Taoism in Bits

Posted by Professor Paul Bowman

Professor Paul Bowman presented ‘Taoism in Bits’ as a Research Seminar in the School on 25 January and will again as part of a newly formed research cluster on 2 February, to welcome Chinese New Year 2017 and showcase the Chinese research specialisms of Cardiff University.

As I have researched and written a lot about martial arts over the past decade, I was invited to give a talk as part of a series of seminars designed to mark the Chinese new year and to signal the birth of a new China Research Cluster. Not having undertaken any new research on China or Chinese martial arts as such, I decided to reflect in this talk on the mid to late twentieth century explosion in the circulation of ideas connected with Taoism and Zen (Chan) Buddhism in Western popular culture.

Reflecting on the form and content of these ideas, my argument is that the introduction of ostensibly Chinese and Japanese philosophical notions into Western contexts and consciousnesses was never a simple act of transparent cross-cultural communication, from East to West. Rather, it always involved huge imaginative leaps and complex processes of projection, translation and transformation.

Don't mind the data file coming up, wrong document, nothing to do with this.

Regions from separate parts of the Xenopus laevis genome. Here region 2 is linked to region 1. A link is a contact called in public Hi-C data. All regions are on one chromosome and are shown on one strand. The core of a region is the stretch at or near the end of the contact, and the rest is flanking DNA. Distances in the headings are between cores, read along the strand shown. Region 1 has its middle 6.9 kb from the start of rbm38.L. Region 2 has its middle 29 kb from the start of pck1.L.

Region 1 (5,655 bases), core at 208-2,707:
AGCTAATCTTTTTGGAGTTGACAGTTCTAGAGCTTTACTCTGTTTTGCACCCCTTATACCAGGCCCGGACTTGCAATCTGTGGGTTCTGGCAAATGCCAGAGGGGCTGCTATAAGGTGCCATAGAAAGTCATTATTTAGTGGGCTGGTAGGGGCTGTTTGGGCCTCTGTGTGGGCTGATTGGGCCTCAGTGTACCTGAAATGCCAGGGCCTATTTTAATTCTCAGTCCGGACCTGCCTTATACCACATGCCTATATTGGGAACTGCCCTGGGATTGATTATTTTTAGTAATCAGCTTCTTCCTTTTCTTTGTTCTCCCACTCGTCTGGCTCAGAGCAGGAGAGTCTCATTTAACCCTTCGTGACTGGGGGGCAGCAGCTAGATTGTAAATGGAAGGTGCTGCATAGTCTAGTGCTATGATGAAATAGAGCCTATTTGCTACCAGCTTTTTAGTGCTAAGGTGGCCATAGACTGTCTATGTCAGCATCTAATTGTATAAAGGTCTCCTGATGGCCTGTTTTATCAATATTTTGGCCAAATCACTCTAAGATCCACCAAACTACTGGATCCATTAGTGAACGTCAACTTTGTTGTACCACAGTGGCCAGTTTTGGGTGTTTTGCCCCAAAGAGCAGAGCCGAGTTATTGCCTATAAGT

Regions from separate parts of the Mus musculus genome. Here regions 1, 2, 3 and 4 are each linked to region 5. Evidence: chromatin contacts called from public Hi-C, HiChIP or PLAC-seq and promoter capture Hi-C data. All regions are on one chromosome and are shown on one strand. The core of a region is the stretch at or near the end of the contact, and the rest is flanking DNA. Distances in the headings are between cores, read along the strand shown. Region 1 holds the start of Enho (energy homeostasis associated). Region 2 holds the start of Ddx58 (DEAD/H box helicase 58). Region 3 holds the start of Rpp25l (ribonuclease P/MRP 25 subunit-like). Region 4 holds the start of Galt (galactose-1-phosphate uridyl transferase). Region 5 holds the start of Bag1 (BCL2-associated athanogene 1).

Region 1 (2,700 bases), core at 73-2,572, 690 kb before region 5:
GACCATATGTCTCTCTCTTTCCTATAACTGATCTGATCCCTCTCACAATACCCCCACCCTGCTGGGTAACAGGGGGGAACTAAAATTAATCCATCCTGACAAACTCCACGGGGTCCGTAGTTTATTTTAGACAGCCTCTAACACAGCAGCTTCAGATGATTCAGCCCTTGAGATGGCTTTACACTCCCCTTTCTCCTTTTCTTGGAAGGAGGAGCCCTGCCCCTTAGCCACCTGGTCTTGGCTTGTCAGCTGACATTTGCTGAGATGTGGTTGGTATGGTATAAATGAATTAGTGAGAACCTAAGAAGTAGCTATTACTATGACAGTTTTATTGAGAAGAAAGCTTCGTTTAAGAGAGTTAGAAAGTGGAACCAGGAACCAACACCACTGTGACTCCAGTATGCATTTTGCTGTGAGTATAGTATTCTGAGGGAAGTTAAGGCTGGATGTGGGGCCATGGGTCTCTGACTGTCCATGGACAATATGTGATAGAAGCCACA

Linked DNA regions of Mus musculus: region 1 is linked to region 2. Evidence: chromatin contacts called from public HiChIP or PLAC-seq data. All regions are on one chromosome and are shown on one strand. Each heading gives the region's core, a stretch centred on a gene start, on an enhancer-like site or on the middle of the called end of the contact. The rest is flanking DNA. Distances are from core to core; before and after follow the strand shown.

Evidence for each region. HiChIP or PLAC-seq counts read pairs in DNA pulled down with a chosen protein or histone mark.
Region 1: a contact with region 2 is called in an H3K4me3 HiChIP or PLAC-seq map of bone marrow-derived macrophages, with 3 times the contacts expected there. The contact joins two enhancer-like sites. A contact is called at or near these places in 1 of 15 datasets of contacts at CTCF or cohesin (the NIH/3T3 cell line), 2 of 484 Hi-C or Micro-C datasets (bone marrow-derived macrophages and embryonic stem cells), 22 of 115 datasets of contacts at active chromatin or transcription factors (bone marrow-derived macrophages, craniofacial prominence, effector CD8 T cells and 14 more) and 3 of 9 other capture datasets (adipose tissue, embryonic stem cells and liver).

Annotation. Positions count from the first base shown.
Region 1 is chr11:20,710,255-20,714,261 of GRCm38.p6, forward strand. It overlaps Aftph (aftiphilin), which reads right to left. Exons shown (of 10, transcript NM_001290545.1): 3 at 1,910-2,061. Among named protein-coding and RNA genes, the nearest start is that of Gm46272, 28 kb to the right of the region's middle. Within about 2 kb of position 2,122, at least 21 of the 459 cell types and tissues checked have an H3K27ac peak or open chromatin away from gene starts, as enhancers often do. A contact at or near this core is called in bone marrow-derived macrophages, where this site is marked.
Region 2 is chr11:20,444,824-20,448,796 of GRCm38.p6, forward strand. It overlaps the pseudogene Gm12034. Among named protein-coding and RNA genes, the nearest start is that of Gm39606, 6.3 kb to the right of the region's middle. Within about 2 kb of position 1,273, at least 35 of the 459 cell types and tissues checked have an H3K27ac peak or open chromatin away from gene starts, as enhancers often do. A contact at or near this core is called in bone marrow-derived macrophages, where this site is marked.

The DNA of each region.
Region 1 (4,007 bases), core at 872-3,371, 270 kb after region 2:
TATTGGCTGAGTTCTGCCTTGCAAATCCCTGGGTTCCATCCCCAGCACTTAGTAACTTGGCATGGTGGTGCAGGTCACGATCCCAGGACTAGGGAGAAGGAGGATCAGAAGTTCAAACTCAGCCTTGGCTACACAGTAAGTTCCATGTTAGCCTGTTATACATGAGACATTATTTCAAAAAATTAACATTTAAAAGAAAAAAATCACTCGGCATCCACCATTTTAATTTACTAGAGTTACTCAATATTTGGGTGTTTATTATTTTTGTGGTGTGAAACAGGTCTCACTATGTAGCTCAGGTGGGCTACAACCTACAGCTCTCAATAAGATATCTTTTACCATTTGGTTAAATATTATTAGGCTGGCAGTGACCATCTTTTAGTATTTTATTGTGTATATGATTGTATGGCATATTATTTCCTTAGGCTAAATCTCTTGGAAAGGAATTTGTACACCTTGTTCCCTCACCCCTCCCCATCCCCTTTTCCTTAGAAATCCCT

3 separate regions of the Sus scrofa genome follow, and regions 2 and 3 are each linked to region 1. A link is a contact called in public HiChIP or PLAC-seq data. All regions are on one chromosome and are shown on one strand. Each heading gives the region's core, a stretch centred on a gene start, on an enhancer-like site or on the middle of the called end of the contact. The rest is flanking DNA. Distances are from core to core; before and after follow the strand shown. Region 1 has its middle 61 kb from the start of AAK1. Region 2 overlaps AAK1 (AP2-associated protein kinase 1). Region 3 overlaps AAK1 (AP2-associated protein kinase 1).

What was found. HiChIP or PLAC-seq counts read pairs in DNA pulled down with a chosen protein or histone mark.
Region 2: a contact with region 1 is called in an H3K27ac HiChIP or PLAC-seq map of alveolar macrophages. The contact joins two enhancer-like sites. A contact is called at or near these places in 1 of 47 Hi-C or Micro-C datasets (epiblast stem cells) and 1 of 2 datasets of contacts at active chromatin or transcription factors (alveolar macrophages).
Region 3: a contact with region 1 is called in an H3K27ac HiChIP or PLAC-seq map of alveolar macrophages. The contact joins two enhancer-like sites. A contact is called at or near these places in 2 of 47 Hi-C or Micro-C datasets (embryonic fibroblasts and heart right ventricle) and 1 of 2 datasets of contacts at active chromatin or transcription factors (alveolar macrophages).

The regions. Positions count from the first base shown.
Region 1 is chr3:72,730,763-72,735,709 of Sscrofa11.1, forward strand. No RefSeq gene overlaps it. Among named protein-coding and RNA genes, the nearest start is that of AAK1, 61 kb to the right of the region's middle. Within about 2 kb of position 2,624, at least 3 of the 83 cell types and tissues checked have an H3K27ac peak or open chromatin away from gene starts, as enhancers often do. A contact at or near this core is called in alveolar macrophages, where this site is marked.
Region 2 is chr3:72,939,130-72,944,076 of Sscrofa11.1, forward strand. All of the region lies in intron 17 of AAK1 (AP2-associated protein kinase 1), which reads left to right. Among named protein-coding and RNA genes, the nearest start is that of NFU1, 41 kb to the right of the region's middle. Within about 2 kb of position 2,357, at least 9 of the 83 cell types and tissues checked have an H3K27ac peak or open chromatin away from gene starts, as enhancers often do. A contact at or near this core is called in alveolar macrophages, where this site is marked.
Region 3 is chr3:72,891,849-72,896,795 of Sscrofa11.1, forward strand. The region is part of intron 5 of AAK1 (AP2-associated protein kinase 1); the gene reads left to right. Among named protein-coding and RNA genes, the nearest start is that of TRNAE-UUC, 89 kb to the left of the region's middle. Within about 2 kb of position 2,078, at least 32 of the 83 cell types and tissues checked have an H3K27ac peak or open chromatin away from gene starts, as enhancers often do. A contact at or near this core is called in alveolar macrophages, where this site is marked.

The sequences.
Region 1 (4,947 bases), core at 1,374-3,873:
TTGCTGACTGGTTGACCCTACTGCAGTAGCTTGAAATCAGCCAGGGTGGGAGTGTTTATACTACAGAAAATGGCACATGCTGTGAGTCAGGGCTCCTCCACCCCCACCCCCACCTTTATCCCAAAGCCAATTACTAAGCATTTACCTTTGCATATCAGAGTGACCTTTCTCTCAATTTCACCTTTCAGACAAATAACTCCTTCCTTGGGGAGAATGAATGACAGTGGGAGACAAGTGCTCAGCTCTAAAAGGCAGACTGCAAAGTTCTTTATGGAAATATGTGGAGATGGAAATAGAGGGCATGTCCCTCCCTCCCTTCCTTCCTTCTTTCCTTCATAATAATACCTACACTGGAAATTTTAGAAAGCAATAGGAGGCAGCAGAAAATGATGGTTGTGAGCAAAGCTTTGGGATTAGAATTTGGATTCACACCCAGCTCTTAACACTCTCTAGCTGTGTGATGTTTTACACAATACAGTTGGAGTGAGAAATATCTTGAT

With reference to prominent examples such as the hippy counterculture, the films and writings of Bruce Lee, the TV series Kung Fu, and others, my argument is that Western popular cultural encounters with ideas, ideals and conceptual universes like those of Taoism were always ‘in bits’.

However, if this sounds like a bad thing, the rest of my argument is that this is not a negative or bad thing, and that, in fact, thinking about the ways in which ideas and practices travel and how they transform, over time and place, across cultures and within cultures, can teach us a great deal about how culture and communication always ‘work’ – or don’t, and what we might make of such fragmentation and complexity.

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